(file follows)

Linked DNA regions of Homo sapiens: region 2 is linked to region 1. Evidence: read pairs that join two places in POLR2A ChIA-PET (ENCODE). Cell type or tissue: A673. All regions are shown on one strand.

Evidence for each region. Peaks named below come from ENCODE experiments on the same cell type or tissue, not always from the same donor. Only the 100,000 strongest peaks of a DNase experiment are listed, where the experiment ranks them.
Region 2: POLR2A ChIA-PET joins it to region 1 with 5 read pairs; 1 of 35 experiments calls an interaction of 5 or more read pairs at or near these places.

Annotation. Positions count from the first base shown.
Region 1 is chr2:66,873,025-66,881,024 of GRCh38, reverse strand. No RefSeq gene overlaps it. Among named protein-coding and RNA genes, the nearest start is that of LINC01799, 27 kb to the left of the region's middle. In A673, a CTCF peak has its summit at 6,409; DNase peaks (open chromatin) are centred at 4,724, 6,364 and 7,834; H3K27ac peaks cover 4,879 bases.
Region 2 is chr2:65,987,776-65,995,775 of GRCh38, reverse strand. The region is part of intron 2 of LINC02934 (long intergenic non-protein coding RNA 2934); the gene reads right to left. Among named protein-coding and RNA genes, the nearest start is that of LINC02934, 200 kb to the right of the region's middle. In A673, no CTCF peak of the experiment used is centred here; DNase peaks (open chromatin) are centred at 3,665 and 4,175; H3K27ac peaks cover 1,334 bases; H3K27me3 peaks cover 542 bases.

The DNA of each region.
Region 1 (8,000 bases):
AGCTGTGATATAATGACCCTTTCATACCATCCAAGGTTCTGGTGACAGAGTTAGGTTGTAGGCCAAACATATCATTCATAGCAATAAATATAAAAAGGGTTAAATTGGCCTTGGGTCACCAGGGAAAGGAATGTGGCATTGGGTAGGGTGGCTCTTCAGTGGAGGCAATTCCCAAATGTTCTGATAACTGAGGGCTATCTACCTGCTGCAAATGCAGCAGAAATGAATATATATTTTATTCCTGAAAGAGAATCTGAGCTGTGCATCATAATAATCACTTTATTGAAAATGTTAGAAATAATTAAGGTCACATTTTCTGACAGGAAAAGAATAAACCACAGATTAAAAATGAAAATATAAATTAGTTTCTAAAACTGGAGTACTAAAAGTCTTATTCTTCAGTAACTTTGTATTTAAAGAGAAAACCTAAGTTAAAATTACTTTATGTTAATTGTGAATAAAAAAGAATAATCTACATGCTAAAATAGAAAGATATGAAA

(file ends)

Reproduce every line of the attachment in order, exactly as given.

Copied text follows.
Linked DNA regions of Homo sapiens: region 2 is linked to region 1. Evidence: read pairs that join two places in POLR2A ChIA-PET (ENCODE). Cell type or tissue: A673. All regions are shown on one strand.

Evidence for each region. Peaks named below come from ENCODE experiments on the same cell type or tissue, not always from the same donor. Only the 100,000 strongest peaks of a DNase experiment are listed, where the experiment ranks them.
Region 2: POLR2A ChIA-PET joins it to region 1 with 5 read pairs; 1 of 35 experiments calls an interaction of 5 or more read pairs at or near these places.

Annotation. Positions count from the first base shown.
Region 1 is chr2:66,873,025-66,881,024 of GRCh38, reverse strand. No RefSeq gene overlaps it. Among named protein-coding and RNA genes, the nearest start is that of LINC01799, 27 kb to the left of the region's middle. In A673, a CTCF peak has its summit at 6,409; DNase peaks (open chromatin) are centred at 4,724, 6,364 and 7,834; H3K27ac peaks cover 4,879 bases.
Region 2 is chr2:65,987,776-65,995,775 of GRCh38, reverse strand. The region is part of intron 2 of LINC02934 (long intergenic non-protein coding RNA 2934); the gene reads right to left. Among named protein-coding and RNA genes, the nearest start is that of LINC02934, 200 kb to the right of the region's middle. In A673, no CTCF peak of the experiment used is centred here; DNase peaks (open chromatin) are centred at 3,665 and 4,175; H3K27ac peaks cover 1,334 bases; H3K27me3 peaks cover 542 bases.

The DNA of each region.
Region 1 (8,000 bases):
AGCTGTGATATAATGACCCTTTCATACCATCCAAGGTTCTGGTGACAGAGTTAGGTTGTAGGCCAAACATATCATTCATAGCAATAAATATAAAAAGGGTTAAATTGGCCTTGGGTCACCAGGGAAAGGAATGTGGCATTGGGTAGGGTGGCTCTTCAGTGGAGGCAATTCCCAAATGTTCTGATAACTGAGGGCTATCTACCTGCTGCAAATGCAGCAGAAATGAATATATATTTTATTCCTGAAAGAGAATCTGAGCTGTGCATCATAATAATCACTTTATTGAAAATGTTAGAAATAATTAAGGTCACATTTTCTGACAGGAAAAGAATAAACCACAGATTAAAAATGAAAATATAAATTAGTTTCTAAAACTGGAGTACTAAAAGTCTTATTCTTCAGTAACTTTGTATTTAAAGAGAAAACCTAAGTTAAAATTACTTTATGTTAATTGTGAATAAAAAAGAATAATCTACATGCTAAAATAGAAAGATATGAAA